contention. The Superior Court cited the transcript of Petitioner’s change of plea hearing, which
included statements by Petitioner’s counsel that, based on her review of medical records
including a recent competency evaluation, she had no reason to doubt Petitioner’s competency. 22
The transcript also included comments by the trial court that Petitioner appeared to be “fine” and
“articulate.” 23 Furthermore, at the bench warrant hearing in March 2010, which followed
Petitioner’s arrest in Pittsburgh, Petitioner did not cite mental health issues as a reason for his
failure to appear on his turn-in date. 24 Based on the foregoing, the Superior Court concluded that
the record did not support a finding that trial counsel provided constitutionally ineffective
assistance related to Petitioner’s guilty plea. The Court concludes that the Superior Court’s
analysis was a reasonable application of federal law.
As to Petitioner’s argument that his counsel was ineffective for being on vacation the day
he was due to begin serving his sentence, the Court need not consider this claim as it was raised
Premo v. Moore, 562 U.S. 115, 122-23 (2011).
Grant v. Lockett, 709 F.3d 224, 232 (3d Cir. 2013) (quoting Harrington v. Richter, 131 S. Ct. 770, 789
N.T. 6/8/09 at 7.
Com. v Andrews, 1103 EDA 2012, at 10.
for the first time in his objections. 25 In any event, the argument is without merit because
Petitioner has not shown that, absent his attorney’s failure to appear the day he was due to report,
the result of that proceeding would have been different. The acts or omissions of counsel did not
change the fact that Petitioner himself unquestionably failed to report to begin serving his
sentence. Because Petitioner has offered no new evidence to demonstrate cause or prejudice for
his default, or to show that “it is more likely than not that no reasonable juror would have
convicted” him, the Court will overrule this objection. 26
B. Whether Petitioner’s Resentencing In Absentia Was Unconstitutional
Petitioner’s second objection concerns the Magistrate Judge’s analysis of his resentencing
claim. He claims that his resentencing in absentia was unconstitutional because it violated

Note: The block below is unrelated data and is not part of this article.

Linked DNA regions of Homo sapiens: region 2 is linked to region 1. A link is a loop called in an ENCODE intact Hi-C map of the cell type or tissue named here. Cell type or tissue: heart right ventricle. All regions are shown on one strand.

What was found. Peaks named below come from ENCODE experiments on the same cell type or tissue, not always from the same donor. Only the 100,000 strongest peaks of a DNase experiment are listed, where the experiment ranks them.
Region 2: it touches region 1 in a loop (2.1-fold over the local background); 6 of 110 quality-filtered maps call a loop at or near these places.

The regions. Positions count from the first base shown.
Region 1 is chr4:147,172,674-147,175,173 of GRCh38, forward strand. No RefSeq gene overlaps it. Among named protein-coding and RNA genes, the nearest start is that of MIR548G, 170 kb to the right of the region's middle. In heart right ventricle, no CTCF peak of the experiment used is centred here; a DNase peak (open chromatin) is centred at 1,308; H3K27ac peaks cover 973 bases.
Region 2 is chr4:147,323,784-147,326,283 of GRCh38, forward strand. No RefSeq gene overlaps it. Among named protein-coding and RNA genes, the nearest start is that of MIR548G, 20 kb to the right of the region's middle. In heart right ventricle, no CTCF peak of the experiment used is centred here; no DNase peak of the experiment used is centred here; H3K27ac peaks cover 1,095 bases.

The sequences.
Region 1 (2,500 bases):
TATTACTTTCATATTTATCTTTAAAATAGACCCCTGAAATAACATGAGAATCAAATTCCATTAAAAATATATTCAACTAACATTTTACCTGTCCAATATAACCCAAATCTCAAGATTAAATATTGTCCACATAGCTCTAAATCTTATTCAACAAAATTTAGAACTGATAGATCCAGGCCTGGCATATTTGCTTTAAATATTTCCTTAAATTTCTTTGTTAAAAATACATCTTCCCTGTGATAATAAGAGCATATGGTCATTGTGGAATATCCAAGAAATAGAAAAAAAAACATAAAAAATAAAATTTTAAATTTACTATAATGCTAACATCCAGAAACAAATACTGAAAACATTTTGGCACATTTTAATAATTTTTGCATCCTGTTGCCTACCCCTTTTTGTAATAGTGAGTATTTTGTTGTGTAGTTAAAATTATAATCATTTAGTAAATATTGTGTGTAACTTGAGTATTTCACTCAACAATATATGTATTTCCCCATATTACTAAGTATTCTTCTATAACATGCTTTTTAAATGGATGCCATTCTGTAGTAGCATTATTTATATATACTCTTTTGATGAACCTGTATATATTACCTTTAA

Pennsylvania statutes, due process, and double jeopardy. Petitioner did not raise this claim in the
PCRA proceedings. 27 As noted above, Petitioner has not shown the requisite exceptional
circumstances to excuse the procedural default of his claims, and the Court is thus foreclosed
from considering this claim. A brief discussion of the claim is nonetheless warranted.
Petitioner argues that the Magistrate Judge misconstrued the legal theory under which he
sought relief, but he is mistaken. 28 The Magistrate Judge determined that Petitioner’s
resentencing claim was procedurally defaulted, noted that the claim was noncognizable to the
See Codner v. Warden–Pike Cty., Civil Action No. 15–5176, 2016 WL 5721199, at *6 (E.D. Pa. Oct. 3,
2016) (“This Court joins the other courts within this district that have declined to address claims raised for the first
time in objections on the basis that it is too late to raise them now for the first time.”); Stromberg v. Varano, No.
CIV.A. 09-401, 2012 WL 2849266, at *2 (E.D. Pa. July 11, 2012) (“The Court is not required to consider the new
arguments raised, for the first time, in Petitioner’s Objections to the R&R.”).
McQuiggin, 133 S. Ct. at 1933.
Though Petitioner raised this claim in his original pro se PCRA petition, he did not include it in his
amended petition, likely because his lawyer knew it would be deemed waived, and it was therefore not considered
by the PCRA courts.
Petitioner also maintains that the Magistrate Judge improperly focused on his sentencing rather than his
resentencing, but he is mistaken. Although the Magistrate Judge characterized this claim as an assertion that “the
state courts violated Petitioner’s due process rights by sentencing him in absentia,” he confined his analysis to the
propriety of Petitioner’s resentencing after he failed to report. Doc. No. 16 at 12.
extent it alleged violations of state statutes, 29 and explained that, even if he could properly
consider Petitioner’s claim, the claim lacked merit. The Court agrees with the Magistrate Judge
to the extent he concluded that the claim is procedurally defaulted and the trial judge acted
within the 30-day statutory limit.
Petitioner primarily argues that the trial court violated his due process rights when it
“resentenced Petitioner after the lapse of its lawful jurisdiction” pursuant to 42 Pa. C.S. § 5505. 30
In other words, Petitioner alleges that the trial court’s resentencing outside the 30-day window
prescribed by § 5505 constitutes a violation of his constitutional rights. He is correct that the
statute requires that any modification of a sentence be made within 30 days of the original
sentence; however, the 30-day deadline fell on a Sunday, and the judge’s resentencing the
following Monday was therefore within the 30-day window permitted by § 5505. 31
Petitioner also alleges that the resentencing violated double jeopardy and due process.
The courts that have commented on Petitioner’s claim have agreed that the resentencing was
proper because it resulted from a probation violation, but this is not supported by the record.
While such a resentencing may be permitted under Pennsylvania law, 32 Petitioner was not on